“We are advancing because we are united”: An interview with Erika Hilton
Last year, murders of trans women surged by 45% in Brazil, with Black women making up two-thirds of the victims. In the face of this stark reality, many inspiring Brazilian activists are campaigning against transphobia, homophobia, and racism in the country. One such person is Erika Hilton, who became the first transgender councilor elected by the city of São Paulo in 2020.
In line with COLORS’ recent production period in Brazil, we spoke to Hilton to find out more about her transition from militant activism into institutional politics, the women who inspire her to keep fighting, and how, outside of her day job, she’s just a young girl who loves music, putting on makeup, and singing into her hairbrush.
COLORS: When did you first become interested in politics and activism?
Erika Hilton: One day, when I was around four or five-years-old, I told my grandmother that I was going to be the president of Brazil.
I have very happy memories of my childhood. I grew up surrounded by women in a matriarchal home. Through their strength, they were political almost without knowing it. A lot of my political motivations came later, through being on the streets, having to fight for my right to exist, and through my experiences with prostitution. But observing these women as a child was the first thing that made me want to take action and be part of important conversations.
COLORS: When did you decide to get involved in politics yourself?
EH: In 2015, I had an argument with a bus company in Itú—a city in the state of São Paulo—who refused to let me use my chosen name on my ticket. I started a petition against them which gained a lot of attention. After that, I was invited to join PSOL, Brazil’s Socialism and Liberty Party. This was my gateway into institutional politics. I began to learn about parliament, legislation, structures, and how to build dialogues with institutions. It was very different from what I was used to: being a militant activist, shouting loudly, and putting up posters. It was a really important experience for me, but also very frustrating. Many of the party’s values didn’t align with what I was trying to achieve.
“I’m occupying the government on behalf of every Black woman and trans person in Brazil.”
COLORS: Did this frustration prompt you to run for the position of city councilor in the 2020 elections?
EH: When I realised that I wouldn’t be able to achieve everything I wanted through PSOL, I decided to create my own political project that represented my worldview and the movements I believe in.
A whole range of people came out to campaign and support the cause, from transvestites to Black cis sisters, the queer and disabled communities to white cisgender men. They all believed in social transformation and were willing to dream and work to build the world that we believe in. It was beautiful to see.
COLORS: After the results of the election you became the first transgender councilor elected by the city of São Paulo, and the most voted councilor in the country! How did it feel when you were elected?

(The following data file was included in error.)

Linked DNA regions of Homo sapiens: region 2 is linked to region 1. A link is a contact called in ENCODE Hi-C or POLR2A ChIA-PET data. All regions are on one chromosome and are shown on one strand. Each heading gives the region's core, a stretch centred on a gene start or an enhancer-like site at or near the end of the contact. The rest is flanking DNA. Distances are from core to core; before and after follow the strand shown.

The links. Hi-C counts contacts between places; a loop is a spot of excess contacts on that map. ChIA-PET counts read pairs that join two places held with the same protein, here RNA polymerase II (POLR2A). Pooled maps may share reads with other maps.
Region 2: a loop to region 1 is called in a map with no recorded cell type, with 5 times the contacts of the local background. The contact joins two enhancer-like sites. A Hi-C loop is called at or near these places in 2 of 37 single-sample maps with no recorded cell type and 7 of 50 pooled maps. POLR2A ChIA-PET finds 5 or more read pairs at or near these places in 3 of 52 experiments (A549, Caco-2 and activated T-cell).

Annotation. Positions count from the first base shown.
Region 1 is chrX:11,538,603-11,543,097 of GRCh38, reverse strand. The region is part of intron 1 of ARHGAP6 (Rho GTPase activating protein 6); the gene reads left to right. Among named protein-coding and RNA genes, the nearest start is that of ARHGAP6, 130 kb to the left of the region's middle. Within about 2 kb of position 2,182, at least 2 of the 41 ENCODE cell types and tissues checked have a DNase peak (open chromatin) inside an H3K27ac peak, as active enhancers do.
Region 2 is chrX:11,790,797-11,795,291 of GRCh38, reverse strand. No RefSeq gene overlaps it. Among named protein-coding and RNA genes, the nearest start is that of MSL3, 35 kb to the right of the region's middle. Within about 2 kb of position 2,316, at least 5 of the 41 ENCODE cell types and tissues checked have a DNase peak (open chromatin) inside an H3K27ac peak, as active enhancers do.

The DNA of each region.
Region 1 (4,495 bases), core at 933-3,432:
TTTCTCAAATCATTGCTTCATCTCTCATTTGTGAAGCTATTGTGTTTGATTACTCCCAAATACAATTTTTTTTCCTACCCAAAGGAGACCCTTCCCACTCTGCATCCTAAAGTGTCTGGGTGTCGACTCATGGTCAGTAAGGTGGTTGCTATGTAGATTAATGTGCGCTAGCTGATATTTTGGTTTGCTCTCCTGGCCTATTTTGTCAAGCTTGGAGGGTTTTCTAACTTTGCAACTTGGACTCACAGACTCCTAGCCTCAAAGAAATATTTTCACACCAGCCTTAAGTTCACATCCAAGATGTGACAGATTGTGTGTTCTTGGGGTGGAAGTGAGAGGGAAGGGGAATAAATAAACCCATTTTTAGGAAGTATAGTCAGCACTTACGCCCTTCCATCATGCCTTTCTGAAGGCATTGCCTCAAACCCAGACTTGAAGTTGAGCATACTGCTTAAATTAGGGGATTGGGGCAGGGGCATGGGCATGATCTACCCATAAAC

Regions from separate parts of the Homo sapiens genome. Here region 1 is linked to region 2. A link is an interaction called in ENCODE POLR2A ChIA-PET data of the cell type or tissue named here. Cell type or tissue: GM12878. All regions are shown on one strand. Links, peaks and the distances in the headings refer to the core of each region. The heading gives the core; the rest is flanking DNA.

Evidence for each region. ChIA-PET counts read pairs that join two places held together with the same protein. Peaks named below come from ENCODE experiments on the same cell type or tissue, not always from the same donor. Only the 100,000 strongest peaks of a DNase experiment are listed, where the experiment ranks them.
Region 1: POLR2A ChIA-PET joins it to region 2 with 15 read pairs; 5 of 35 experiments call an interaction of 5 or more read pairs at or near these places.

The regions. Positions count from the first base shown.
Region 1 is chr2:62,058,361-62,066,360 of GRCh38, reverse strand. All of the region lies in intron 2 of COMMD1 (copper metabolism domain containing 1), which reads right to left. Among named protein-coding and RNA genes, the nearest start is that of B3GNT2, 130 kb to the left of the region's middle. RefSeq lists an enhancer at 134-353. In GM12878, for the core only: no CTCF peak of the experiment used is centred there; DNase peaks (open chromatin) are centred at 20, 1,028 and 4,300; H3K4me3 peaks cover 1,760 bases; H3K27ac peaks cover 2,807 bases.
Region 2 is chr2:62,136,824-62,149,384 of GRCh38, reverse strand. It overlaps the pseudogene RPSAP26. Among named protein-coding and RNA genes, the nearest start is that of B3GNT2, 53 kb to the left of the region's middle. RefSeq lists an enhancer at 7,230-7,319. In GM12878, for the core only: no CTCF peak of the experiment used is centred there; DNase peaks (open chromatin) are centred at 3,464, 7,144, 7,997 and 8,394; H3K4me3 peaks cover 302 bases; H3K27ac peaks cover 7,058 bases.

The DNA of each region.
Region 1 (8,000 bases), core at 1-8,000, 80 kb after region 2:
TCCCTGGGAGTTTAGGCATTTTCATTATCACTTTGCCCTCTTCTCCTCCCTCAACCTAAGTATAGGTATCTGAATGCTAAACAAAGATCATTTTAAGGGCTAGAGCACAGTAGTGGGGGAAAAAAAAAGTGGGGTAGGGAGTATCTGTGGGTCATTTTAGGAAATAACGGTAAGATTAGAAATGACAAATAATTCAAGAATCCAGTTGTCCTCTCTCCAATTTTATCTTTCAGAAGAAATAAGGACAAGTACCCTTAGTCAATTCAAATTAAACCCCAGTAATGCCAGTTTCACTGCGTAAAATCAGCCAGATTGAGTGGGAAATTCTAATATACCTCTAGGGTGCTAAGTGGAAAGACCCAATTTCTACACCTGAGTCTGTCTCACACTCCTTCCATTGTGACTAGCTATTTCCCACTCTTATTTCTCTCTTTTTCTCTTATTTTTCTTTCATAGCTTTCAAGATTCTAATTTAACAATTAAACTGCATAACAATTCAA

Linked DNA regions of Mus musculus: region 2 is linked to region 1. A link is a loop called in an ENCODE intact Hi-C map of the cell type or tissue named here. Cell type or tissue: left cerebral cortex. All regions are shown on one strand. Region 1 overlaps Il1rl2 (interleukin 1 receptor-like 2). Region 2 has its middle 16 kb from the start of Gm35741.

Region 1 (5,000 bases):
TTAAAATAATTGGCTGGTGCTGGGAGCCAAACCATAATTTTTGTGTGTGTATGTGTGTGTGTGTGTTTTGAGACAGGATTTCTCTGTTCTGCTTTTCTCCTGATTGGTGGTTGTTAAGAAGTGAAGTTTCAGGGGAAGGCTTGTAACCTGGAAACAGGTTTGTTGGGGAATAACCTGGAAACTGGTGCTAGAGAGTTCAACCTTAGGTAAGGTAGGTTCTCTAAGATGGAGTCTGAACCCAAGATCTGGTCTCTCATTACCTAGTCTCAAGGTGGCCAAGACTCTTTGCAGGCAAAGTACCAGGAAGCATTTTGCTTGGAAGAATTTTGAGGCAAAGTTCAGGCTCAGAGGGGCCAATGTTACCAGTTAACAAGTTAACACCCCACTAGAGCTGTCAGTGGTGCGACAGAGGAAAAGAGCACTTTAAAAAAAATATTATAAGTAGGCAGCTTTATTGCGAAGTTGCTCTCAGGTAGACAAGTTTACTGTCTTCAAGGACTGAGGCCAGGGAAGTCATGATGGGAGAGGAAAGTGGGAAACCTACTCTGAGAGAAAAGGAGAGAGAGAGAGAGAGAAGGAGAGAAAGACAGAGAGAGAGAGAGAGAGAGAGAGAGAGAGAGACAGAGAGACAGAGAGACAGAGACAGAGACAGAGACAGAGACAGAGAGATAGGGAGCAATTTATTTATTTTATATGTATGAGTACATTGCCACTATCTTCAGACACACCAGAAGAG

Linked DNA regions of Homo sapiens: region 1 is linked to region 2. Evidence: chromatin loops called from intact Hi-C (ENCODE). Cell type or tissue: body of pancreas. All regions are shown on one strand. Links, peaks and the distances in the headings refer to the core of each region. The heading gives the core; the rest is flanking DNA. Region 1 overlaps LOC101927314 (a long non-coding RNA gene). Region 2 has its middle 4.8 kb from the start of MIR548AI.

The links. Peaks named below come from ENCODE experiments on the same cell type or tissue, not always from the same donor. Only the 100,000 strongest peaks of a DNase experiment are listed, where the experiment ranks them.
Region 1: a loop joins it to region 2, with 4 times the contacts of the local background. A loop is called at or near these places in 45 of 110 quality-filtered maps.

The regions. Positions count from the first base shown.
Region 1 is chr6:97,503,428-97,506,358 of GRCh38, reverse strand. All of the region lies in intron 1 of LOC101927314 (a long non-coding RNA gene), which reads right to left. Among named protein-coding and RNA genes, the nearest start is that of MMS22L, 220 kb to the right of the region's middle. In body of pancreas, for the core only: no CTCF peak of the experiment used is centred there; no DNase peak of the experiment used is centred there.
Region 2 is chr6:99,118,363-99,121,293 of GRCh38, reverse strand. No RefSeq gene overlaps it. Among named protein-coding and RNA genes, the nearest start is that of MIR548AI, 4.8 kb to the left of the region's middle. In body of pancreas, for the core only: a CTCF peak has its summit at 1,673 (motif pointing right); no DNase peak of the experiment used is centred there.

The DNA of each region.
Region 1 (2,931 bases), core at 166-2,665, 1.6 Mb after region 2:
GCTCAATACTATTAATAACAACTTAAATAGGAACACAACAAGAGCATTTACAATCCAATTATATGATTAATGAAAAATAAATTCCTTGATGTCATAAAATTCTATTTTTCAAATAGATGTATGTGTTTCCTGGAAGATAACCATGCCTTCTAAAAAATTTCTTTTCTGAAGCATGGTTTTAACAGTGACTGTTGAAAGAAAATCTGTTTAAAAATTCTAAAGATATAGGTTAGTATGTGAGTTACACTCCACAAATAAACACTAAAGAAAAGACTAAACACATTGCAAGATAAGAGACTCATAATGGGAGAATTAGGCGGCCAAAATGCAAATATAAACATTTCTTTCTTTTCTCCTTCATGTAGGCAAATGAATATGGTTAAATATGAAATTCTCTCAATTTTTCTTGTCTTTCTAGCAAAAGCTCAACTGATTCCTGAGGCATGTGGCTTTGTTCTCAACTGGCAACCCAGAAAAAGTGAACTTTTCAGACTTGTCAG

EH: Honestly, I can’t describe it. I was very happy, honoured, and privileged. I couldn’t believe that one year after Bolsonaro—who sees the communities I champion as public enemies—was elected president, our campaign, which didn’t have lots of money or companies financing it, could achieve this feat. I felt a great deal of responsibility, but I was also so joyful to be carrying on the legacy of amazing women like Brenda Lee and Cláudia Tapety who paved the way for me to be here: women who dreamed of a world where a Black, trans woman could occupy the largest legislative chamber in the country. The victory was bigger than me. I’m occupying the government on behalf of every Black woman and trans person in Brazil.
COLORS: You’ve held the position of city councilor for just over a year. What does your average day look like?
EH: I don’t have a daily routine or schedule. I end up doing completely different things everyday. One moment I’m dealing with cracolândia—areas of São Paulo known for high drug use and trafficking—invasions, the next I’m at meetings or public hearings, or talking with teachers and the LGBTQ community. It’s crazy—I don’t get much time to sleep—but wonderful at the same time. I constantly have the opportunity to connect with many different types of people, help them face their struggles, and be the intermediary for their desires and needs. It’s very rewarding.
COLORS: Black and trans rights are your main area of focus. How would you describe the situation for Black and trans communities at the moment in Brazil?
EH: In Brazil, the Black population, the LGBTQIA+ population, women, and the working class are all part of the same group. They are all denied the same basic rights, including the right to education, housing, health, and to move freely around their cities. The latter is not possible not only because of the cost of transportation, but also because of the threat of being attacked, raped, or even killed along the way.
This is the reality of the country: I’ve seen young boys have their lunchboxes mistaken for revolvers by the police, just because they are Black and living on the outskirts of the city. 90% of the trans community lives off prostitution because no one will offer them employment elsewhere. Homosexual couples are attacked in the streets. We live in a reality of abjection, a reality of dehumanization, a reality where many of us have to fight to live, eat, dress, study, and have access to the most basic things. There is a lot of resistance and we are advancing because we are united. But there are still very strong power structures that are working against us.